“From the trenches of France, to Aggieland”

The “Aggie War Hymn” was written by J.V. “Pinky” Wilson, one of many Aggies who fought in World War I.  In a nod to the museum’s ties to Texas A&M University, we are honored to display James Vernon “Pinky” Wilson’s items from his time in service in WWI and, from when he was a student at Texas A&M University.

Pinky Wilson’s WWI Dog Tags

The Aggie War is turning 100 and this is a little story of how it came to be. James V. “Pinky” Wilson was a student at Texas A&M when the US entered the war in April 1917.  Pinky wanted to see action right away, so he turned down a commission with the army and enlisted as a Marine.  Pinky figured being a Marine would get him to the frontline faster.  However, rather than frontline duty he was assigned as a Muleskinner to the Supply Company, 6th Marine Regiment.  A muleskinner drove, at times under heavy shellfire, rations and ammunition into the front lines and brought back the bodies of the dead.  This was not the action that Pinky had hoped to see.

Pinky Wilson’s 2nd Division WWI Ring

The US Marines suffered heavy casualties in the Battles of Belleau Woods (June 1918), Soissons (July 1918) and during the Meuse-Argonne Offensive.  As a result, Pinky finally got his wish.  He was assigned frontline duty around November 1, 1918. The weather was cold, and the fighting was fierce.  Pinky found respite from the struggle of a battlefield through reflection on life at his beloved Texas A&M.  Drawing from a variety of “Aggie Yells” common to the time, he wrote the lyrics of a song on the back of a letter from home.  With the signing of the Armistice on November 11, Pinky moved from the battlefields of France to guard duty in Germany.  Over the weeks, Pinky finished the lyrics and put them to music. “Good-by to Texas University” was finally finished.  Not wanting to wait until he returned home, Pinky and his fellow Marines sung it for the first time in German.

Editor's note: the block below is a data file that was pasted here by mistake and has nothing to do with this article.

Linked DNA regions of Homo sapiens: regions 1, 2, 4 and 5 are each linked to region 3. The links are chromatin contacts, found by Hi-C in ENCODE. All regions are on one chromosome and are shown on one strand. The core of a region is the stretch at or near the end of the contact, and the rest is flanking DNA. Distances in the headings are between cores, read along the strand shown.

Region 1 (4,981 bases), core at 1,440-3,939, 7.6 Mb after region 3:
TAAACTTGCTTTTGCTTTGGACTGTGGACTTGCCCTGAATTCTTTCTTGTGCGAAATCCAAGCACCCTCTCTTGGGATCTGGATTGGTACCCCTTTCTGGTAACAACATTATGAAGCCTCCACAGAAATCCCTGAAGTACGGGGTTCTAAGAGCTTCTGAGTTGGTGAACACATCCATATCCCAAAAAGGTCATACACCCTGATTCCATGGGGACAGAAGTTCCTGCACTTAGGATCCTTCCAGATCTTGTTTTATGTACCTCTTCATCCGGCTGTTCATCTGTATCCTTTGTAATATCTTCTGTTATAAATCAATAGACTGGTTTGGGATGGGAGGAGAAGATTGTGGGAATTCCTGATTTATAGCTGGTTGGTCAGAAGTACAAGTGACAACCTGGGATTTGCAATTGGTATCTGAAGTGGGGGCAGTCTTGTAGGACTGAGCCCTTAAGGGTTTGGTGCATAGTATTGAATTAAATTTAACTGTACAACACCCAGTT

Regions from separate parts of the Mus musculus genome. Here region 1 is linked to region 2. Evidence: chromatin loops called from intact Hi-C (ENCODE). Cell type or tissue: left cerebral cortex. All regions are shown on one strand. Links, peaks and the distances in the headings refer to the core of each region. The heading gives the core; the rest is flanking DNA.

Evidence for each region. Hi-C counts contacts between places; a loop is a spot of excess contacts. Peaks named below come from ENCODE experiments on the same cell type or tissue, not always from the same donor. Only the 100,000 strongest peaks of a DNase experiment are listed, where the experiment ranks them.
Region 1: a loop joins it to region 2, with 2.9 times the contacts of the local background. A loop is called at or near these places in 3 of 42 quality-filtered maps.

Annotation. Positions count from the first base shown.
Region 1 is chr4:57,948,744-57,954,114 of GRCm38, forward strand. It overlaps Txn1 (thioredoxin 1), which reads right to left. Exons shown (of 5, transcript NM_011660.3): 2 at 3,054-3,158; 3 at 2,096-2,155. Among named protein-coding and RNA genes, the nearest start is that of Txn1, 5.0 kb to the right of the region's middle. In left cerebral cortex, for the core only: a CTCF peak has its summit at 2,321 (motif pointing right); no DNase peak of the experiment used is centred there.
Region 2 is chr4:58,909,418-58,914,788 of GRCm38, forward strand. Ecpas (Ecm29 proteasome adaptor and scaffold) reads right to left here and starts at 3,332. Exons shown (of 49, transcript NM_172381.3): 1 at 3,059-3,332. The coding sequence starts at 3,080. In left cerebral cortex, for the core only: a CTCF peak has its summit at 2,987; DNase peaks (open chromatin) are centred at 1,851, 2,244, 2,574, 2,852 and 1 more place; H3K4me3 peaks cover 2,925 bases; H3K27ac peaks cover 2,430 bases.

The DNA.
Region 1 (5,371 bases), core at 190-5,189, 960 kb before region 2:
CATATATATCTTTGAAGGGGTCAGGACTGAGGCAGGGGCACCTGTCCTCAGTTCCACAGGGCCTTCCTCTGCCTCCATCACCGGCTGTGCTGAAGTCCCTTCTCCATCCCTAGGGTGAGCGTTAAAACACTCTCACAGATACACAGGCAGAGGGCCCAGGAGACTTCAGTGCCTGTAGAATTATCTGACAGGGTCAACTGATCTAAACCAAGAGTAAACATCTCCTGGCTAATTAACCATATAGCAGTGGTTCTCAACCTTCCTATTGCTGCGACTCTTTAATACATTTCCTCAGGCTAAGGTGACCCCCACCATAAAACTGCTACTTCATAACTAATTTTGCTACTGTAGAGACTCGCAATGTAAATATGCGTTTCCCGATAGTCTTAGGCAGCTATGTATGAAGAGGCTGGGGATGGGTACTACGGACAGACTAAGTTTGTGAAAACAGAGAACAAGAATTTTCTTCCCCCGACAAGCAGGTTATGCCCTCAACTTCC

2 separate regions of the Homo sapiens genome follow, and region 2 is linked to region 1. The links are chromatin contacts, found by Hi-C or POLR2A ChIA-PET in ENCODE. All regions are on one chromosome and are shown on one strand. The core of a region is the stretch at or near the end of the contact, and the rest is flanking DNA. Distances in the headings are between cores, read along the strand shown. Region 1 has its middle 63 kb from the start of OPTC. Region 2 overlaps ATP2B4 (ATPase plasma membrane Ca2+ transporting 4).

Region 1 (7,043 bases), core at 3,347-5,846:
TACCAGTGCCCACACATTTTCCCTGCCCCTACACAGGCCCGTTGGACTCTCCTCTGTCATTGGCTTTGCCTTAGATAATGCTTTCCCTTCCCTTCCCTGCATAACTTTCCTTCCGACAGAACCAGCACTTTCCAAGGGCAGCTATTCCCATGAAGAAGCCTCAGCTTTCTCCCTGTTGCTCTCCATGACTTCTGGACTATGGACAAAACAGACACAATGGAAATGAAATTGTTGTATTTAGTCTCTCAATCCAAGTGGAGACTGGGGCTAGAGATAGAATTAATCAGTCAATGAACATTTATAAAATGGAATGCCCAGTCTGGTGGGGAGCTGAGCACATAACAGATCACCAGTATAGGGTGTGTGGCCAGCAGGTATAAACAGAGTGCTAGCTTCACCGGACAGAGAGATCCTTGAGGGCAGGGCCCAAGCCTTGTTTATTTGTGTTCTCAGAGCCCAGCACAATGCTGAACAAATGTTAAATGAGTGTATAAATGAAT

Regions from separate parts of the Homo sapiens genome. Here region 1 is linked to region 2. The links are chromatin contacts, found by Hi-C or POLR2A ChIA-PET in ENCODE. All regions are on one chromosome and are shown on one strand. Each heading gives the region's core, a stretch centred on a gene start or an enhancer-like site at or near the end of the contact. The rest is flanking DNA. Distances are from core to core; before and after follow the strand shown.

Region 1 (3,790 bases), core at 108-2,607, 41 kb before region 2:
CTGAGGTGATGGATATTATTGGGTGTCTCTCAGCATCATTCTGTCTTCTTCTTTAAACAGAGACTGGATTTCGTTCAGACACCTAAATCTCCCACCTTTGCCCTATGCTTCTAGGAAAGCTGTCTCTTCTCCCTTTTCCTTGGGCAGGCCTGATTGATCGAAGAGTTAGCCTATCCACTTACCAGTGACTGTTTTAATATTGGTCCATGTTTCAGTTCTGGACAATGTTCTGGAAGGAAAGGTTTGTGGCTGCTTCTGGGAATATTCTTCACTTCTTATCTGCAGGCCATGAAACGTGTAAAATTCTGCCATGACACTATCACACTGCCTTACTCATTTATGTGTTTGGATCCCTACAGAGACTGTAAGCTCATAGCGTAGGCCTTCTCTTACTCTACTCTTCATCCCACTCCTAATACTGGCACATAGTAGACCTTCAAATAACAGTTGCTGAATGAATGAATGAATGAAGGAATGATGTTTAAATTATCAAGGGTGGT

Pinky Wilson In France

Pinky returned to A&M when the war was over.  While back at A&M, he played the piano at the Queen’s Theater in Bryan.  One night during intermission, Pinky’s “Cast-Iron Quartet” preformed “Good-by to Texas University”.  The Yell leaders present encouraged Pinky to enter a jazzed-up version of his song in a contest to pick the official fight song of A&M.  It won!  The song, renamed the Aggie War Hymn, was first sung at Midnight Yell Practice in 1920. In 1921, at halftime of the football game against Baylor, the Aggie War Hymn was officially played by the Fightin’ Texas Aggie Band for the 1st time.   The musical composition and starting phrase of the “Aggie War Hymn” – “Hullabaloo, Caneck! Caneck!” remains amongst the most iconic and recognizable openings to a collegiate song in all of America. From 1918 in war-torn France to the present, Pinky Wilson’s inspirational contribution to Aggieland lives on in the hearts and minds of Aggies everywhere. To honor all who served in WWI, Jane Metz was commissioned to create a painting reflecting those thoughts of home in the midst of war.  The original painting, Hullaballo,  is on display at the Museum of the American G.I. as part of the Pinky Wilson’s exhibit.

Pinky Wilson’s Original Aggie Ring

Aggie War Hymn
by James V. Wilson
Hullabaloo, Caneck! Caneck!
Hullabaloo, Caneck! Caneck!

Good-bye to texas university
So long to the orange and the white
Good luck to dear old Texas Aggies
They are the boys that show the real old fight
“The eyes of Texas are upon you . . .”
That is the song they sing so well
So good-bye to texas university
We’re going to beat you all to
Chig-gar-roo-gar-rem
Chig-gar-roo-gar-rem
Rough Tough! Real Stuff! Texas A&M!

Pinky Wilson Holding Copy of Aggie War Hymn

Pinky Wilson Playing the Aggie War Hymn

College Yells from the 1910 Texas A&M Long Horn (Courtesy Texas A&M University Archives)

Hullabaloo by Jane Metz